World Multiple Sclerosis Day, which is commemorated on May 30, aims to bring the global plight of MS sufferers to the fore by sharing stories and raising awareness for everyone affected by the disease.
In 2009, the MS International Federation (MSIF) and its members initiated the first World MS Day. This year the campaign seeks to #BringingUsCloser and arms society with research of this disease. The initiative aims to create positive change and increase global solidarity and hope for the future in the lives of more than 2.3 million MS sufferers globally.
Multiple sclerosis (MS) is a disease of the central nervous system (CNS). In MS, the immune system attacks nerve cells in the brain, spinal cord and optic nerves. It is one disease, but its course and symptoms vary from person to person.
MS is commonly diagnosed between the ages of 20 and 40, and is twice as likely in women as men. Approximately 2.3 million or 1 in 3 000 people in the world have MS. In South Africa, it is estimated that 5 000 people suffer from MS.
People with MS can experience many types of symptoms, which can affect nearly every part of the body and the mind.
- Up to 90% of people with MS experience fatigue.
- Within 15 years of onset, more than 50% of people with MS have difficulty walking.
- Vision difficulties are common, and a first symptom in 15-20% of people with MS.
- At least 80% of people with MS experience bladder issues.
- Depression is approximately 2 times more likely in people with MS.
- Sleep problems are twice as likely in people with MS.
Multiple sclerosis is categorised into different disease courses based on how the disease generally behaves, and whether or not there is disease activity and a steady increase in disability over time. The disease courses are relapsing-remitting MS, secondary progressive MS and primary progressive MS.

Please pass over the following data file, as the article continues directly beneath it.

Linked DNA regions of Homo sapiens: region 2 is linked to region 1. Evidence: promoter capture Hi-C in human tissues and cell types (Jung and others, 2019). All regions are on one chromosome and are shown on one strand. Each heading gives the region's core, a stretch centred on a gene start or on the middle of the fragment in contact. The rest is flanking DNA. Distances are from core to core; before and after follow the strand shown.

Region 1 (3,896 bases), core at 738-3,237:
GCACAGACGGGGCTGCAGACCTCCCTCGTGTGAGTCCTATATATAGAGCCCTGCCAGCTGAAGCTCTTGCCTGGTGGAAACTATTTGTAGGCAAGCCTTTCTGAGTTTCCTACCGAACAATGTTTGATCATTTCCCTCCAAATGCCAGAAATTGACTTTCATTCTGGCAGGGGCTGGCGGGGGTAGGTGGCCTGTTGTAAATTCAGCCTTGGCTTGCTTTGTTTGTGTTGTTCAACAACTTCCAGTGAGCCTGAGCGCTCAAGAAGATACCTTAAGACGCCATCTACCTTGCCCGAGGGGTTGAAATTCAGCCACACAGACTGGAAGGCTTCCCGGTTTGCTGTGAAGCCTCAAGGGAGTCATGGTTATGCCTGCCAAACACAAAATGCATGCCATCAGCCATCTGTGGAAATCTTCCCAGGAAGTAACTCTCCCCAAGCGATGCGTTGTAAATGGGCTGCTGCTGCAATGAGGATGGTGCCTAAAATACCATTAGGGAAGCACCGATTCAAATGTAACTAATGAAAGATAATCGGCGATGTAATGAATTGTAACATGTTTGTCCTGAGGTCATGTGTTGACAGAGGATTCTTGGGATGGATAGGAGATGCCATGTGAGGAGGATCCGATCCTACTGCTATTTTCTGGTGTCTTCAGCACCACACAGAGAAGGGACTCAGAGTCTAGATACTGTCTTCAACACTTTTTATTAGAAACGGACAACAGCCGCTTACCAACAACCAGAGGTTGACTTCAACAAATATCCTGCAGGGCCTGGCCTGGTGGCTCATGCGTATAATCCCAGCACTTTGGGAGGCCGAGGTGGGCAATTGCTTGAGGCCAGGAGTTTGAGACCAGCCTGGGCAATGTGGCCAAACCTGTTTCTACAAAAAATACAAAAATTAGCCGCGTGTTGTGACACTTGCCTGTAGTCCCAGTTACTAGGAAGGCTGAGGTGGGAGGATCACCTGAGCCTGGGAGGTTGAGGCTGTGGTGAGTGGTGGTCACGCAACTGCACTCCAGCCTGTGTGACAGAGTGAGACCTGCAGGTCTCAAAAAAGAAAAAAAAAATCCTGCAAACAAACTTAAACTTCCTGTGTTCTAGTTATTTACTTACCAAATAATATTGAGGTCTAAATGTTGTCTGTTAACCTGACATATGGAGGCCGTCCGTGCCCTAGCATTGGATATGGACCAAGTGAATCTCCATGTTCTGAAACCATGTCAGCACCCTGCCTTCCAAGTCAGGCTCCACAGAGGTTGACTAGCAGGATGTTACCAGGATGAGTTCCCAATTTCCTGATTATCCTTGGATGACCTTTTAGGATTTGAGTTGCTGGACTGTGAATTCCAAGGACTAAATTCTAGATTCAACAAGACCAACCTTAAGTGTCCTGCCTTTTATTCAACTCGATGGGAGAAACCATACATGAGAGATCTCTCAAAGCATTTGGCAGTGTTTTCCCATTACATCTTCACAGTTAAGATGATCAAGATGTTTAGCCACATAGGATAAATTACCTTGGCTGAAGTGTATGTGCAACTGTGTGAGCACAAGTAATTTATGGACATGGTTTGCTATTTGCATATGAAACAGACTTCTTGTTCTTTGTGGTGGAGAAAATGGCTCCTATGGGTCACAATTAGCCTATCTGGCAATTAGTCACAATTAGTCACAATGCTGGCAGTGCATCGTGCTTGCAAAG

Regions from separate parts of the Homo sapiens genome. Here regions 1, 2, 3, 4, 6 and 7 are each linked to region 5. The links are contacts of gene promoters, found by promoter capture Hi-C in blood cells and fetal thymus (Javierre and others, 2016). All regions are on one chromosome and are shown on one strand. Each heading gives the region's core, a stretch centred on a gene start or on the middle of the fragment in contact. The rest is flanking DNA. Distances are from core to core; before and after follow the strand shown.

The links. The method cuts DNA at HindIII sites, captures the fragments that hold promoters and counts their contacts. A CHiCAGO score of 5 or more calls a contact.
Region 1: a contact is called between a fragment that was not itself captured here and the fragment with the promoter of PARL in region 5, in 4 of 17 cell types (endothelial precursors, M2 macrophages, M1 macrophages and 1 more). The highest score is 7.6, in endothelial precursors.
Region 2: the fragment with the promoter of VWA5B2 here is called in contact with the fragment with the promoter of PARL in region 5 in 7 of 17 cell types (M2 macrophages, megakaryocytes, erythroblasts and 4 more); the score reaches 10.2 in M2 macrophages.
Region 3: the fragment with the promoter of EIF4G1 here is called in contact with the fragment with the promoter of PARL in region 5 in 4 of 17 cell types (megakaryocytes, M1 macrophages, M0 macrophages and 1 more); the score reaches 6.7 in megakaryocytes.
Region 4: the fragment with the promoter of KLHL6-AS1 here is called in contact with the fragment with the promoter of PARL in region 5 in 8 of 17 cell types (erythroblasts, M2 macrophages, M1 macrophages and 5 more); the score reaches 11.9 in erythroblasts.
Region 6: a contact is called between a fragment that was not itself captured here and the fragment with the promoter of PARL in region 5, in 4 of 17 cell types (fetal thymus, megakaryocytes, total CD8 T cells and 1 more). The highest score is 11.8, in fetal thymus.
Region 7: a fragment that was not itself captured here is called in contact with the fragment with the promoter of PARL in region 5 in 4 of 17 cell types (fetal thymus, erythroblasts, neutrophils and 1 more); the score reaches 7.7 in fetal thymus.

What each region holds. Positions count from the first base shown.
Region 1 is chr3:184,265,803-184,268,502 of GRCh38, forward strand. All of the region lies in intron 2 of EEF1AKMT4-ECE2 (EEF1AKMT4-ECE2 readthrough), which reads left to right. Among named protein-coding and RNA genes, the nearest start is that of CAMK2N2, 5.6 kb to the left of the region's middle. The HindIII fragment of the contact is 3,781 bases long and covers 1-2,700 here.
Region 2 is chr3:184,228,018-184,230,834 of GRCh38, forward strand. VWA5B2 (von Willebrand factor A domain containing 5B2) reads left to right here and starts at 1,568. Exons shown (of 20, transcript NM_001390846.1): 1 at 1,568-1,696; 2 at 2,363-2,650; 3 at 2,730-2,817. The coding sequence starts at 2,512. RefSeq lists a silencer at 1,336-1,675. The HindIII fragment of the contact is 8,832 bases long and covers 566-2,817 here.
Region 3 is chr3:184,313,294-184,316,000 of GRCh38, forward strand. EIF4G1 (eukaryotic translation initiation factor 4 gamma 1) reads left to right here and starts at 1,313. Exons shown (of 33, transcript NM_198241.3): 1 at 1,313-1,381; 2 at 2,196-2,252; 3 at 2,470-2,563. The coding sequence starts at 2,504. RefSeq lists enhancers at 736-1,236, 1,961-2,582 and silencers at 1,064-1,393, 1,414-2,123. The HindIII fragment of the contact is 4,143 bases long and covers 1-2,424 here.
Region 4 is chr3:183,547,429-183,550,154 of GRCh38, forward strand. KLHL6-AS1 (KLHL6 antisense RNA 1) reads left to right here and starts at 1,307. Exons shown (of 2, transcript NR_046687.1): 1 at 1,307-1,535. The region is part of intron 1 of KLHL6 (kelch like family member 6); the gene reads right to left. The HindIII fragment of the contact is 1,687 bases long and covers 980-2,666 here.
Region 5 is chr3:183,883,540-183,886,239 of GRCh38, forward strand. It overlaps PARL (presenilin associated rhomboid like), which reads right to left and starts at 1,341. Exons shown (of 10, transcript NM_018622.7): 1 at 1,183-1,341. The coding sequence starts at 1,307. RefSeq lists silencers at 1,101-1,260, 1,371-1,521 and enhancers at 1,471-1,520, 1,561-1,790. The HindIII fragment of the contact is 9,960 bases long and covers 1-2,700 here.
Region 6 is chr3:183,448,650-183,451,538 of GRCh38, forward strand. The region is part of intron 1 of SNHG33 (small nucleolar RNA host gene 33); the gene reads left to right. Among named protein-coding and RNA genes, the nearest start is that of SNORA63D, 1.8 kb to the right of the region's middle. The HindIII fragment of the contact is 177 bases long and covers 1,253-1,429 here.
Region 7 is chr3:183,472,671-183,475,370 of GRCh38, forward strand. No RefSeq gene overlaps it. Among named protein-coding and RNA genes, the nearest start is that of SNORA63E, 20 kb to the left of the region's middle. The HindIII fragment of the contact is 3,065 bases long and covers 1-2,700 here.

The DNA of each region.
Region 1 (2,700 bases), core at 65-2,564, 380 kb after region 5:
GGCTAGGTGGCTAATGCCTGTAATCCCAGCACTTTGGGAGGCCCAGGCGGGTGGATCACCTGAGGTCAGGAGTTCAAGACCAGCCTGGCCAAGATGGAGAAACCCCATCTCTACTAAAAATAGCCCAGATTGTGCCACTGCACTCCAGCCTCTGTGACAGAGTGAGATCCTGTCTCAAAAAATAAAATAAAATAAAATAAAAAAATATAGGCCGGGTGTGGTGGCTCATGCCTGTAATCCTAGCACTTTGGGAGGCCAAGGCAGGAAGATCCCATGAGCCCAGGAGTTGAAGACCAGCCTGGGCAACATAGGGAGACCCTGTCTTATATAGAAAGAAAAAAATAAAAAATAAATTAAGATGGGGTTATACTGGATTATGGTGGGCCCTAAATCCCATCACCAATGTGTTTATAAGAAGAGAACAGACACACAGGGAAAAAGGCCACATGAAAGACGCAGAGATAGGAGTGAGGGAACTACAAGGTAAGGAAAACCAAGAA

A person with MS, endures attacks by the immune system on nerve cells in the brain, spinal cord and optic nerves. Disease activity in MS can cause symptoms and disability. Physical disability gets worse when disease activity causes more nerve cells to die. People may experience disability in different ways, depending on what part of the brain, spinal cord or optic nerves is affected.
A diagnosis of MS can greatly affect employment and career opportunities due to the unpredictability of the disease. As the disease progresses, disability can accumulate, making it more challenging to remain in work.
Typically, MS is diagnosed in young active people between the ages of 20-40 with decades of employment ahead of them. Unemployment levels among people with MS are higher than those in the general population. As a result, MS can lead to substantial economic losses for society. Therefore one of the goals of MS treatment is to control disease activity as early as possible.
The Multiple Sclerosis Society Inland Branch Chapter (MSSA) is a non-profit organisation whose objectives are to provide emotional and practical support to people with Multiple Sclerosis, their families, loved ones and carers, and to facilitate such support from other resources.
MSSA is a reliable resource hub pertaining to treatment and research initiatives and results. MSSA also bridges the gaps between patients and medical and para-medical professions. The society extends its services to other auto-immune or neurological disorders.
For more information on MS, visit Roche South Africa or contact the MS Society.